Veteran broker David Weir has been in the real estate business long enough to have witnessed the proliferation of teams become one of the biggest phenomena in real estate.
“This business model certainly wasn’t in vogue when I started in real estate almost 20 years ago – there were very few teams at all,” says Weir, who is a top producer with Royal LePage ProAlliance Realty in Quinte West (Trenton) and Brighton, Ont.
He’s a registered government relocation specialist as well as a retired Canadian Forces air traffic controller. A large percentage of Weir’s clients are federal government employees serving Canadian Forces Base Trenton.
“That’s my niche,” he says.
Recognizing a potentially productive trend, around 2005 Weir decided to jump on the real estate team bandwagon. “This seemed to be the way of the future,” he says.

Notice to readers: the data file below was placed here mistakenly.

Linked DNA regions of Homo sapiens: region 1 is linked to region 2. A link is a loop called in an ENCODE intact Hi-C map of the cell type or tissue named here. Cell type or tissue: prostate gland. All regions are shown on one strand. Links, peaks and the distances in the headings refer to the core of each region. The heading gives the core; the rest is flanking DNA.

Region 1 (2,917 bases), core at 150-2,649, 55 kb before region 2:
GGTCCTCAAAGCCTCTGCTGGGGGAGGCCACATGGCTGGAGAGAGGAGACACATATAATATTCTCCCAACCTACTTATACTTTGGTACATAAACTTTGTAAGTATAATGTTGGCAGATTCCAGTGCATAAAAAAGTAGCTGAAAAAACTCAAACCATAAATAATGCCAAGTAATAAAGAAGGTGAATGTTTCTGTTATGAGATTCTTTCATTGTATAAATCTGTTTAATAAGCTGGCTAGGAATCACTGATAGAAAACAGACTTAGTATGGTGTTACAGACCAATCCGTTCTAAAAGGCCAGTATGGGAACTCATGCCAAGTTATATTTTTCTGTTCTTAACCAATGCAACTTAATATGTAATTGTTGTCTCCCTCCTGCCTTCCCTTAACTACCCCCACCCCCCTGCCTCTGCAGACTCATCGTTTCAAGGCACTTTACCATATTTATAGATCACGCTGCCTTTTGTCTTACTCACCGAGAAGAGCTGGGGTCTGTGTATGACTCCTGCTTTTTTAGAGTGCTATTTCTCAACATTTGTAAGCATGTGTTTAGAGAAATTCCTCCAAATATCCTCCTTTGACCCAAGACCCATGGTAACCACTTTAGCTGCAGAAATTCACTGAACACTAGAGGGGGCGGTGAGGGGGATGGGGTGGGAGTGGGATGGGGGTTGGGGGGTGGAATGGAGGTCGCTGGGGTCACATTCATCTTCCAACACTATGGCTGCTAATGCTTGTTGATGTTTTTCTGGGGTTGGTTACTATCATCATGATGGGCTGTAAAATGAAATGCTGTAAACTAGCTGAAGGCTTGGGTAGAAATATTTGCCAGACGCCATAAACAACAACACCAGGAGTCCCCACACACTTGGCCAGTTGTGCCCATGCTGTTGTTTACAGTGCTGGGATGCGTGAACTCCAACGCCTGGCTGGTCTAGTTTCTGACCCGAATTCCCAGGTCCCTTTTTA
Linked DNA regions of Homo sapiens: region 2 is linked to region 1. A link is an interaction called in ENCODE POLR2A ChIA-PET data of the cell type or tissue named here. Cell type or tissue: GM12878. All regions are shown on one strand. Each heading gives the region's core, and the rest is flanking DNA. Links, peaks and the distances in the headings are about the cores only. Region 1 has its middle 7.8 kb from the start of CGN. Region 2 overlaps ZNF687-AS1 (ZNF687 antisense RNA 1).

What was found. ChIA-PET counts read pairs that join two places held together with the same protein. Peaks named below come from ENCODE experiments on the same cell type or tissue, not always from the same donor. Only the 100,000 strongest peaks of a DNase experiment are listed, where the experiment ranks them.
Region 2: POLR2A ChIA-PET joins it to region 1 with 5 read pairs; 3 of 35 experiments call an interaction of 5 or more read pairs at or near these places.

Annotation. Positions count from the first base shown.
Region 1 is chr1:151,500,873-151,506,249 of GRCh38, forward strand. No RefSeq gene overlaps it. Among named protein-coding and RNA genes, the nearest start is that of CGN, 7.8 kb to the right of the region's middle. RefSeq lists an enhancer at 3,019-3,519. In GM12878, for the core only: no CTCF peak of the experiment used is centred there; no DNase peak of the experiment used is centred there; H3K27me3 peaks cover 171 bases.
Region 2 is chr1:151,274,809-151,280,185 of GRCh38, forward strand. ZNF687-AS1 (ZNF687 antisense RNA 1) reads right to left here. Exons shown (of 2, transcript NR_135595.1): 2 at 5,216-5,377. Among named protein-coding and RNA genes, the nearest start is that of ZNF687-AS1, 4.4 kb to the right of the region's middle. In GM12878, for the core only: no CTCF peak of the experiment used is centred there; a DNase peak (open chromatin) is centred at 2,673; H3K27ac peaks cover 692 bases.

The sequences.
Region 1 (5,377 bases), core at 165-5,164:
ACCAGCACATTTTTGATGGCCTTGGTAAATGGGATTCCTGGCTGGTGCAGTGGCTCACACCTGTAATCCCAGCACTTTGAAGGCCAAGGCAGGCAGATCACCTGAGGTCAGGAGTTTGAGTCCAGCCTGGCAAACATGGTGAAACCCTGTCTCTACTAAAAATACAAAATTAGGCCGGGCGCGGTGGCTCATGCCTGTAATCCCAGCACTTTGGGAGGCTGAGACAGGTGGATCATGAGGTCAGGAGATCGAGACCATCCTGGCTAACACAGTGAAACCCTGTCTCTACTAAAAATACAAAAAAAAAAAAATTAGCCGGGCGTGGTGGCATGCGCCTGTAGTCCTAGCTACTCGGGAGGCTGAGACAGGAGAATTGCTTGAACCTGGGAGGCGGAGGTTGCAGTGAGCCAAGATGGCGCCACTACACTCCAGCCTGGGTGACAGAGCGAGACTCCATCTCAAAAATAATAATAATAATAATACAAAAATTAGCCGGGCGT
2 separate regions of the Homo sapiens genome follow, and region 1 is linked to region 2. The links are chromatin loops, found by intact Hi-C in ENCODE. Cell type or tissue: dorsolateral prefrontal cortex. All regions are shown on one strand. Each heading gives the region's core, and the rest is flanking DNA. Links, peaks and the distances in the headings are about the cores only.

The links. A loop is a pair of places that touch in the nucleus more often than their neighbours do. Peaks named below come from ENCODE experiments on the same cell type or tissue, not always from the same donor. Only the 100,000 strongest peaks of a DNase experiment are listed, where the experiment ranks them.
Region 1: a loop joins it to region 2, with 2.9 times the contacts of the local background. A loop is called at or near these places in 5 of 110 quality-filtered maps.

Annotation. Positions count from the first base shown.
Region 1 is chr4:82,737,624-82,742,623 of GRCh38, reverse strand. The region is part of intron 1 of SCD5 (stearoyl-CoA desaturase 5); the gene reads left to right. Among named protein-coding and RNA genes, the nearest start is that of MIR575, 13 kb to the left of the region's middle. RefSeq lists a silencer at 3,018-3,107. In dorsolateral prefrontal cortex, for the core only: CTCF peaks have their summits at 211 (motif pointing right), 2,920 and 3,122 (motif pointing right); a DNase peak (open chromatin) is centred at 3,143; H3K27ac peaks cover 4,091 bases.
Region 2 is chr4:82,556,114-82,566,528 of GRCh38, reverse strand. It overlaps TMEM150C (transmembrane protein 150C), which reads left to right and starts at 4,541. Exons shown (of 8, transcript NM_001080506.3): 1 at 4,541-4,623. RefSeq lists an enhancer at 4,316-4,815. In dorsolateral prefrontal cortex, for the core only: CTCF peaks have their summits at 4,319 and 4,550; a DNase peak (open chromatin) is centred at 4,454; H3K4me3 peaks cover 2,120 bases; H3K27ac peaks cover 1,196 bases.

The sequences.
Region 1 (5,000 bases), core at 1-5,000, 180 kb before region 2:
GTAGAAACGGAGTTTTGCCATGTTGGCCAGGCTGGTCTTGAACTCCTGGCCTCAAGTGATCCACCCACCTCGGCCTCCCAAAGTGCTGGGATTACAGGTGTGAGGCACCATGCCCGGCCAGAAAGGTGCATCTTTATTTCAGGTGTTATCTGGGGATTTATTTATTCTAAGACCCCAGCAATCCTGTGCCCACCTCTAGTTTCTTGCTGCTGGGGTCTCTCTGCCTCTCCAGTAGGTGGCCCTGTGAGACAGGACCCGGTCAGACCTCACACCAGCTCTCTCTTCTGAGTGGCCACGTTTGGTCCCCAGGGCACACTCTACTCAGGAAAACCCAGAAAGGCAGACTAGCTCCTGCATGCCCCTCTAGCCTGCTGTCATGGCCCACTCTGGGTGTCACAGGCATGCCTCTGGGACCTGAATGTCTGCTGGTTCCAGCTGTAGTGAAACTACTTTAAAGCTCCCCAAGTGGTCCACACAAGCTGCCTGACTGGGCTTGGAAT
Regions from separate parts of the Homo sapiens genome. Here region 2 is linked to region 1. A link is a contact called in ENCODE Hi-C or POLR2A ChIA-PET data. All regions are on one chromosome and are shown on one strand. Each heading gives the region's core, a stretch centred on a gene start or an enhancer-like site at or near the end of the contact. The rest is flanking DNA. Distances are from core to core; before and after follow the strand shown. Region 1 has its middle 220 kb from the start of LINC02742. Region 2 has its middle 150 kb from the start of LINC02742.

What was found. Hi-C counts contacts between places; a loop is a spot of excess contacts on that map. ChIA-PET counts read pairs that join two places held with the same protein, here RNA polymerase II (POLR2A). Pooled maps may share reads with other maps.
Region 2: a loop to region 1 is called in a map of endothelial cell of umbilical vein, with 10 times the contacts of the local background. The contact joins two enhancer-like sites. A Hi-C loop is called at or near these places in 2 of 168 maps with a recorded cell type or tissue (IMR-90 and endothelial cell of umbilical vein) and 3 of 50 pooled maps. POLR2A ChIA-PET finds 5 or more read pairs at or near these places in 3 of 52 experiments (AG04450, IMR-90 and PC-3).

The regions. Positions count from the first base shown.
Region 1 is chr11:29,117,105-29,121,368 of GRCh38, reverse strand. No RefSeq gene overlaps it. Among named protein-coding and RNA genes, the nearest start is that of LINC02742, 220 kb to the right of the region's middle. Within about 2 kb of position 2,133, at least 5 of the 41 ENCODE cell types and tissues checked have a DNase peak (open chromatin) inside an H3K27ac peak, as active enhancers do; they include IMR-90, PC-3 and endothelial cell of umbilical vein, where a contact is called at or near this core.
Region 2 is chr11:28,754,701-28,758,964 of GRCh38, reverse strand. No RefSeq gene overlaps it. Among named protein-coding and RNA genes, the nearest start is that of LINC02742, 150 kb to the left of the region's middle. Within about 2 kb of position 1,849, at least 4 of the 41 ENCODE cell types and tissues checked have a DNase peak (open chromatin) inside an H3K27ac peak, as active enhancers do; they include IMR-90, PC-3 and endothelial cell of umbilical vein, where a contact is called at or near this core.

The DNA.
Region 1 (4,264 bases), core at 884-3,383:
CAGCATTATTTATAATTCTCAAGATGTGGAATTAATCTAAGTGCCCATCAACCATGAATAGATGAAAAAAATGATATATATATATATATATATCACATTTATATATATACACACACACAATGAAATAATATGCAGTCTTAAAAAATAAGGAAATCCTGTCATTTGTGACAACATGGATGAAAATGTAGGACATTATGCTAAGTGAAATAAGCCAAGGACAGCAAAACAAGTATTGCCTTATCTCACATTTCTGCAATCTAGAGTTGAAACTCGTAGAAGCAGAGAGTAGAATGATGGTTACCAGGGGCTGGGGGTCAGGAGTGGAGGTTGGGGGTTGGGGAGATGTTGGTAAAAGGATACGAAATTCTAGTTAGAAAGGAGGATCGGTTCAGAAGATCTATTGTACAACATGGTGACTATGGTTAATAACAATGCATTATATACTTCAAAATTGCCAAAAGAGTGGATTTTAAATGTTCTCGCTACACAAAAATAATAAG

But the team concept is a double-edged sword, he soon discovered. On the plus side, “You can increase your income and/or minimize your time working, plus improve your bottom line via economies of scale.” On the other hand, “You could be taking time and effort to train future competition and be giving business away without even realizing it.”
Given the amount of team breakdowns he has witnessed in the industry, Weir is aware that the team approach is not for everyone.
“You can lose control of quality and have people who in the long term aren’t going to stay. And you can have conflict amongst the team and fireworks will fly.”
Weir believes he has found a solution to all that… namely, multi-generational family teams. He thinks that such teams could be the key to a successful “exit strategy” when older real estate professionals prepare to slow down or retire.